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What is 1 + 3?
Digestive - Fecal
Metabolic - urine, methane, heat
What are some of the losses of food inputs?
Rumen, Reticulum, omasum, and abomasum
What are the four parts of the cow stomach in order?
Where does most of the water absorption take place in the GI tract?
Gastric mucosa (stomach)
This organ contributes pepsin to the digestion process.
This organ contributes trypsin, chymotrypsin, and pancreatic lipase to the digestion process.
This organ contributes aminopeptidase, dipeptidase, maltase, and lactase to the digestion process.
VFAs, microbial protein, and gasses (CO2 and CH4)
What are the products of microflora activity in the rumen?
Nutrition goes down and fiber goes up
What happens when grasses start to flower?
Ca deficiency leads to milk fever
Poor growth of grass in unusual climates
Build up of Pasture worms
What are some problems with only feeding cows grass?
Exclude air, reduce moisture, chop, add sugar, add inoculants
What can you do to increase rapid fermentation of silage?
What are some potential hazards of silage fermentation?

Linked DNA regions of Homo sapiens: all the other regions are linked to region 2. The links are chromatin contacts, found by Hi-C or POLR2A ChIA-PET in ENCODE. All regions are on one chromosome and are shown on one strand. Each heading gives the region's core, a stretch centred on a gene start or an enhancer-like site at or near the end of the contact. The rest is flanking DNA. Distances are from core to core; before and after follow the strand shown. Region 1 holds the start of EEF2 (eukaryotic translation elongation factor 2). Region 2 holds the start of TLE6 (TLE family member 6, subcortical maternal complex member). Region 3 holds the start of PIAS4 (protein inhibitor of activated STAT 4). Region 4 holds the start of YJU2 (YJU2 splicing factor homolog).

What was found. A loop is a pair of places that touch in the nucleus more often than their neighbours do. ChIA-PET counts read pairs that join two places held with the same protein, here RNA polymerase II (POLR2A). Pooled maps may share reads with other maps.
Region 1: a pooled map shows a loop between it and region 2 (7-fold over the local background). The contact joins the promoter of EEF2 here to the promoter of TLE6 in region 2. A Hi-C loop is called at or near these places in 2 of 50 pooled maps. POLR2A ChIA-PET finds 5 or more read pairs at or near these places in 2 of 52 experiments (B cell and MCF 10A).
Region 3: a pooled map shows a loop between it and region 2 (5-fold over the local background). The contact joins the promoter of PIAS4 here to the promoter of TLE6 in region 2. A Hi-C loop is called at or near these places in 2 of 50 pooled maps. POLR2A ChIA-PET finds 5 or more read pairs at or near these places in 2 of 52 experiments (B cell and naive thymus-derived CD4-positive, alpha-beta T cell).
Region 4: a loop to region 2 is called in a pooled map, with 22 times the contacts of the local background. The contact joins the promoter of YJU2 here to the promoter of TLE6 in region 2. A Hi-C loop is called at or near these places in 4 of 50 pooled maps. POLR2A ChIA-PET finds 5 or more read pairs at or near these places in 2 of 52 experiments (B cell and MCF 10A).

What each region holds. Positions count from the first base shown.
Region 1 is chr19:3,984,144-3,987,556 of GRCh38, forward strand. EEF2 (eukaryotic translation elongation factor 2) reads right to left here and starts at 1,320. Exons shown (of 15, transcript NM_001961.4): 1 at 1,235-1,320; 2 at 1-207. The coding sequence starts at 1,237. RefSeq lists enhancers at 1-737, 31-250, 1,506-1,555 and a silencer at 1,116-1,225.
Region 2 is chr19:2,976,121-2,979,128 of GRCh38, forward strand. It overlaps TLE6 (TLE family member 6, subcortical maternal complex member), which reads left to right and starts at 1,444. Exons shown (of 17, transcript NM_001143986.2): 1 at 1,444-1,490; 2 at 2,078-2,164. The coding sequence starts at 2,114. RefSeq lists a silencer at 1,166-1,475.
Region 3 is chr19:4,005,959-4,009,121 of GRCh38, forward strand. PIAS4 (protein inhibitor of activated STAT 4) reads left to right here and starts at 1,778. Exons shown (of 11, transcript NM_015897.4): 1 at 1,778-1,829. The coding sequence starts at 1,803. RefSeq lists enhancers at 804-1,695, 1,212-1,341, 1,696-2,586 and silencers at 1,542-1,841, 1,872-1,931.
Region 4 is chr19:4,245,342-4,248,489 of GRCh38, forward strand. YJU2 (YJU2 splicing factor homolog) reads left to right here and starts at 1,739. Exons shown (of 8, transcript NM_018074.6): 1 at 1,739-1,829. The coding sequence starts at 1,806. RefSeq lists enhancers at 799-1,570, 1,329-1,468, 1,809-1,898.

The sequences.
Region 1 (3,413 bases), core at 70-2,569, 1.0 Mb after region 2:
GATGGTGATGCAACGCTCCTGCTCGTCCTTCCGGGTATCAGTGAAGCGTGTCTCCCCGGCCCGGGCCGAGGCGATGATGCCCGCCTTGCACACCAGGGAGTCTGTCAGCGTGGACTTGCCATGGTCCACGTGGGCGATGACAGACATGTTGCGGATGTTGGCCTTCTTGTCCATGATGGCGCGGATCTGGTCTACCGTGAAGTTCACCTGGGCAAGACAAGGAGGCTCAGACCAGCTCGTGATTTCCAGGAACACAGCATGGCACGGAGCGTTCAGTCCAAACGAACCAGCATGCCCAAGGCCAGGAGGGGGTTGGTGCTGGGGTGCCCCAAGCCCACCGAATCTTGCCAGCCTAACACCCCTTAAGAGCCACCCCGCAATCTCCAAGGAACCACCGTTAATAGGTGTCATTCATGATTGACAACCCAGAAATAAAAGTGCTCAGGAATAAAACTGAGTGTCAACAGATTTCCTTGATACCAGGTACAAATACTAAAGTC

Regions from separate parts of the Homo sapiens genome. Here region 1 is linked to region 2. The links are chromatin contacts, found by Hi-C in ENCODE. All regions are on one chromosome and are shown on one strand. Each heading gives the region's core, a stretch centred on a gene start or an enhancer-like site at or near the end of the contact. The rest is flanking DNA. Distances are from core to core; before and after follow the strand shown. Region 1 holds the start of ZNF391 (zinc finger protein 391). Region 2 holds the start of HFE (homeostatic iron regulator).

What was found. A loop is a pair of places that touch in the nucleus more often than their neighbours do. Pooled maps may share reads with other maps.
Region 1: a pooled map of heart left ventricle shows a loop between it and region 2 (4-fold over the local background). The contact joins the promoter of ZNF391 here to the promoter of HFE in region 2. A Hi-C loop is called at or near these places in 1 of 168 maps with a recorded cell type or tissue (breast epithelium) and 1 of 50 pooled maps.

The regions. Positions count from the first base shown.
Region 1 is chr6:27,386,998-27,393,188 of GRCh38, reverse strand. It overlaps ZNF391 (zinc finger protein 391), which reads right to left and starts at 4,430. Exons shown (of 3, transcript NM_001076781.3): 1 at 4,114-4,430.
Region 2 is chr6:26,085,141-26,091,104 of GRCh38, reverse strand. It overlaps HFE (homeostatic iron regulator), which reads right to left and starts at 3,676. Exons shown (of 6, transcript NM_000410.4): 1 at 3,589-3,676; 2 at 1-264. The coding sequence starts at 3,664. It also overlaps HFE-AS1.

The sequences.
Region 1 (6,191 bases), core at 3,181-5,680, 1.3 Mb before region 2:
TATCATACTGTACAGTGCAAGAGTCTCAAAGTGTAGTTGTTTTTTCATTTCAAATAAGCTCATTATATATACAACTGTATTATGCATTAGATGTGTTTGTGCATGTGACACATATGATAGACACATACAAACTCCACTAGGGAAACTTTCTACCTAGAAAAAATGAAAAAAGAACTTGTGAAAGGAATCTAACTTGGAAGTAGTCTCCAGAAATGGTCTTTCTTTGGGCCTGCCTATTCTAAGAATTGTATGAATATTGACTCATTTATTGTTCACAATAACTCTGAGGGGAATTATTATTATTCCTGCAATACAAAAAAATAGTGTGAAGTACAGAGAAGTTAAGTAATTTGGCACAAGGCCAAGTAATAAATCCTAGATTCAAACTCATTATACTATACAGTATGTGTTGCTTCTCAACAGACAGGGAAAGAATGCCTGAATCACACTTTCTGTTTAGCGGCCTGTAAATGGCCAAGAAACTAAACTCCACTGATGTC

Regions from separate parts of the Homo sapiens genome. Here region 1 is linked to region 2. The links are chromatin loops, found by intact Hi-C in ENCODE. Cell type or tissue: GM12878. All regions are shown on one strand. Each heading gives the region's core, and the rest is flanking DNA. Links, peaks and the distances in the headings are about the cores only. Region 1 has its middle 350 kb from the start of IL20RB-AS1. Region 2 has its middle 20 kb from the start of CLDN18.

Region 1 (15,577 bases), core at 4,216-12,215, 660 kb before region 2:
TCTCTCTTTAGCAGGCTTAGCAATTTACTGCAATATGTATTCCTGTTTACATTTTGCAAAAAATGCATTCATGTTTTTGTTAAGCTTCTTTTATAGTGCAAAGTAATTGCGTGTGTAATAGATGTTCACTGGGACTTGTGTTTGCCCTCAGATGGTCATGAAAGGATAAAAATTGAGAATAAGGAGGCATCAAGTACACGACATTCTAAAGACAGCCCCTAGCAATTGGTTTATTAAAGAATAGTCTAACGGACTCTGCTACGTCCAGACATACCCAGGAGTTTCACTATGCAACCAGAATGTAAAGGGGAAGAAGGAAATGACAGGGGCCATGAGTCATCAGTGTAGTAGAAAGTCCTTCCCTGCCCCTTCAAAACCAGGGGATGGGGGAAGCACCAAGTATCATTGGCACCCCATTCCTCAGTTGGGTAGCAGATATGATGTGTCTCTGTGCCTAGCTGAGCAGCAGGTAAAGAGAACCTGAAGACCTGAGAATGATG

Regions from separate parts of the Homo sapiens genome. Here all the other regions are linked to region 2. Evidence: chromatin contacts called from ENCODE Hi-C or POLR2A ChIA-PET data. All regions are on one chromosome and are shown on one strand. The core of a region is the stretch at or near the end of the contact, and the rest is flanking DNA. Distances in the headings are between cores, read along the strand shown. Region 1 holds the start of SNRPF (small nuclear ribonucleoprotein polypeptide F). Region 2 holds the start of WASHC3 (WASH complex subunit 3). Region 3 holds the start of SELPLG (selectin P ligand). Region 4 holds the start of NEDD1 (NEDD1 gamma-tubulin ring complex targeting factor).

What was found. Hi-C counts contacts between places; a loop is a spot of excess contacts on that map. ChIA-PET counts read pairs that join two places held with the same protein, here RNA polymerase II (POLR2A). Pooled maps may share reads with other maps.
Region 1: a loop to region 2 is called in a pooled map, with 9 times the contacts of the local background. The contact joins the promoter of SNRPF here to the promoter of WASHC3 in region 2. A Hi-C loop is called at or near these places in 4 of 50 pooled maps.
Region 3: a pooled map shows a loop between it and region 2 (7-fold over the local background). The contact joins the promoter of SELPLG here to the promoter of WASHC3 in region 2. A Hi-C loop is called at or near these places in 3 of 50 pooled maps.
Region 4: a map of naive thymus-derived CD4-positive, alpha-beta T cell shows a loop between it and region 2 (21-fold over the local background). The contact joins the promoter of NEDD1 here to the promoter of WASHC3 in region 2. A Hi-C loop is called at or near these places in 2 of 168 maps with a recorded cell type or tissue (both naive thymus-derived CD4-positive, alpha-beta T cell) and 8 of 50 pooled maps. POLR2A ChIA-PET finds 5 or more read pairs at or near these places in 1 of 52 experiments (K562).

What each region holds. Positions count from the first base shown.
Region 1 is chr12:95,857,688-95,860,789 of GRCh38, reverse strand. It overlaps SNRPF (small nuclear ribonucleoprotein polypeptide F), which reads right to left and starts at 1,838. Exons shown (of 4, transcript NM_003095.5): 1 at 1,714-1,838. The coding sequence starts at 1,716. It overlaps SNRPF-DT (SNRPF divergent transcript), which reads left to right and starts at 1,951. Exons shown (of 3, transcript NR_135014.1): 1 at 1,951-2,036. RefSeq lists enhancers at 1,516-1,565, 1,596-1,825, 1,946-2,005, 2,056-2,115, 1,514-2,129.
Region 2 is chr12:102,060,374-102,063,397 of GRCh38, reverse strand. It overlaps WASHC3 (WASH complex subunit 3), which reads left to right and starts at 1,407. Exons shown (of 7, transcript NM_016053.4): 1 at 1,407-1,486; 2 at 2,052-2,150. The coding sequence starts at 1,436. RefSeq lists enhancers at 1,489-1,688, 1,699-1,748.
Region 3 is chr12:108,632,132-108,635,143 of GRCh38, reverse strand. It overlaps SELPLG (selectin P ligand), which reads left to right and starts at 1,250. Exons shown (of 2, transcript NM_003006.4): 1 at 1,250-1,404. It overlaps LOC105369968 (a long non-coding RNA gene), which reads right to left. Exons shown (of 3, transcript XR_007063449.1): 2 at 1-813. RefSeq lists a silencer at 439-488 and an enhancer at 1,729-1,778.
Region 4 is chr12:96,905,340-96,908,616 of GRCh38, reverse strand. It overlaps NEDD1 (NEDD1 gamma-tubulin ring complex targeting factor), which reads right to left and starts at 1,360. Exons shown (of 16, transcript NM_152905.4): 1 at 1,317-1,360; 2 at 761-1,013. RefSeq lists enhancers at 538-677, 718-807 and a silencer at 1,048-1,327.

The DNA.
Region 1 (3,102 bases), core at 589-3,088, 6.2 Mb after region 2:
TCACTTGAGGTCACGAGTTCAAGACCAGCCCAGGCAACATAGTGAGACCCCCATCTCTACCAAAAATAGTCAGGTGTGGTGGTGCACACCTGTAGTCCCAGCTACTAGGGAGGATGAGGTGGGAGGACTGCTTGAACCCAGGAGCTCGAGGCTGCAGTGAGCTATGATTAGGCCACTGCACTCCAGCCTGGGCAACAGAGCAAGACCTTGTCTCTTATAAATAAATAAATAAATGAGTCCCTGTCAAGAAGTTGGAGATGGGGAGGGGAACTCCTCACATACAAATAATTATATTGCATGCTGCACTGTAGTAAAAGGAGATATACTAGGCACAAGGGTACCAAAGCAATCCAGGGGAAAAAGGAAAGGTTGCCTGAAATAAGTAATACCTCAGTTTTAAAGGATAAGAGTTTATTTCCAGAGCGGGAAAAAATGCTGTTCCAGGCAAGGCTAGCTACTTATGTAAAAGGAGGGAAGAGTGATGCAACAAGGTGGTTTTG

Enterobacteria (E. coli), causes diarrhea
What could happen to silage if manure was spread on grass crop, low fermentation rates, and the silage had low acid/high NH3?
Listeria monocytogenes, causes "silage eye" and listeriosis
The silage crop was contaminated with soil, had wet silage, pH >4.5, oxygen, and had mold.
Clostridium botulinum, causes botulism (death)
The silage was contaminated with carcases, wet, and pH >4.6.
The crop was chopped very short and the pH <4.0.
Decrease in silage intake during winter
Excessive intake of minerals
Preference for straw
Low milk fat %
What are some clinical signs of acidosis?
What animal is a particulate feeder, has a crop, glandular stomach (proventriculus), and a muscular stomach (gizzard).
What type of feeding behavior does a cow exhibit?
What kind of feeding behavior does a horse or rabbit exhibit?
Variation: large meals or daily small meals
What kind of feeding behavior do carnivores and omnivores exhibit?
Crude protein and Ether extract are not very accurate. Some crude fiber is dissolved during extraction. NFE (carbohydrates) is just whatever is left, not accurate.